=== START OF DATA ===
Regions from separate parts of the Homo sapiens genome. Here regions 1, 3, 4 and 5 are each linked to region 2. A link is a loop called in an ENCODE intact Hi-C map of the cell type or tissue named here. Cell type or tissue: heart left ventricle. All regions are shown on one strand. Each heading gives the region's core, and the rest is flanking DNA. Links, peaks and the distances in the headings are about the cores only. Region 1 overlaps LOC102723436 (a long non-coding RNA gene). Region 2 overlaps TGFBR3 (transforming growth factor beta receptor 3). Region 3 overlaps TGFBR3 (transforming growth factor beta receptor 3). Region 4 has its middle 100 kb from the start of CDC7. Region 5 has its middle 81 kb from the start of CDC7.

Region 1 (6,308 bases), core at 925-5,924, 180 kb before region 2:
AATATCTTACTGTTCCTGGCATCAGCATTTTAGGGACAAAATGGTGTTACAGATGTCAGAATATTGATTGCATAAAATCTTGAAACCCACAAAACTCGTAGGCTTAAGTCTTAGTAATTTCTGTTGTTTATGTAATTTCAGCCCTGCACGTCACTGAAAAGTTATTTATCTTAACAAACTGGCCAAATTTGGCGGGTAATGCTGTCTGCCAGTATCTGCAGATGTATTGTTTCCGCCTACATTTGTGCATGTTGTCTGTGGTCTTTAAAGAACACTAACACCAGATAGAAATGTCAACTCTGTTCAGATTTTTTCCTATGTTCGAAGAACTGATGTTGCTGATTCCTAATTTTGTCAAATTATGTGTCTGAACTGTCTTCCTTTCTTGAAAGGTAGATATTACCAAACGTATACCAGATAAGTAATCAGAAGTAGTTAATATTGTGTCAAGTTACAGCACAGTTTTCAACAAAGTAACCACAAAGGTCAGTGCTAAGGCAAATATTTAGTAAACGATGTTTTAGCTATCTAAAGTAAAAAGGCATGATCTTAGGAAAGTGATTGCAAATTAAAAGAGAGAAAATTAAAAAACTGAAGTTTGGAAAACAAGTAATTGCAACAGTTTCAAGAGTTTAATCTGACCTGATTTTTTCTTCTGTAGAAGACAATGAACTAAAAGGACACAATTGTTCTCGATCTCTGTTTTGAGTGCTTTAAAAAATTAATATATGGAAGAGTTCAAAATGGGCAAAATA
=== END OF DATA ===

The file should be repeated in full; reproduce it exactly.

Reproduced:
Regions from separate parts of the Homo sapiens genome. Here regions 1, 3, 4 and 5 are each linked to region 2. A link is a loop called in an ENCODE intact Hi-C map of the cell type or tissue named here. Cell type or tissue: heart left ventricle. All regions are shown on one strand. Each heading gives the region's core, and the rest is flanking DNA. Links, peaks and the distances in the headings are about the cores only. Region 1 overlaps LOC102723436 (a long non-coding RNA gene). Region 2 overlaps TGFBR3 (transforming growth factor beta receptor 3). Region 3 overlaps TGFBR3 (transforming growth factor beta receptor 3). Region 4 has its middle 100 kb from the start of CDC7. Region 5 has its middle 81 kb from the start of CDC7.

Region 1 (6,308 bases), core at 925-5,924, 180 kb before region 2:
AATATCTTACTGTTCCTGGCATCAGCATTTTAGGGACAAAATGGTGTTACAGATGTCAGAATATTGATTGCATAAAATCTTGAAACCCACAAAACTCGTAGGCTTAAGTCTTAGTAATTTCTGTTGTTTATGTAATTTCAGCCCTGCACGTCACTGAAAAGTTATTTATCTTAACAAACTGGCCAAATTTGGCGGGTAATGCTGTCTGCCAGTATCTGCAGATGTATTGTTTCCGCCTACATTTGTGCATGTTGTCTGTGGTCTTTAAAGAACACTAACACCAGATAGAAATGTCAACTCTGTTCAGATTTTTTCCTATGTTCGAAGAACTGATGTTGCTGATTCCTAATTTTGTCAAATTATGTGTCTGAACTGTCTTCCTTTCTTGAAAGGTAGATATTACCAAACGTATACCAGATAAGTAATCAGAAGTAGTTAATATTGTGTCAAGTTACAGCACAGTTTTCAACAAAGTAACCACAAAGGTCAGTGCTAAGGCAAATATTTAGTAAACGATGTTTTAGCTATCTAAAGTAAAAAGGCATGATCTTAGGAAAGTGATTGCAAATTAAAAGAGAGAAAATTAAAAAACTGAAGTTTGGAAAACAAGTAATTGCAACAGTTTCAAGAGTTTAATCTGACCTGATTTTTTCTTCTGTAGAAGACAATGAACTAAAAGGACACAATTGTTCTCGATCTCTGTTTTGAGTGCTTTAAAAAATTAATATATGGAAGAGTTCAAAATGGGCAAAATA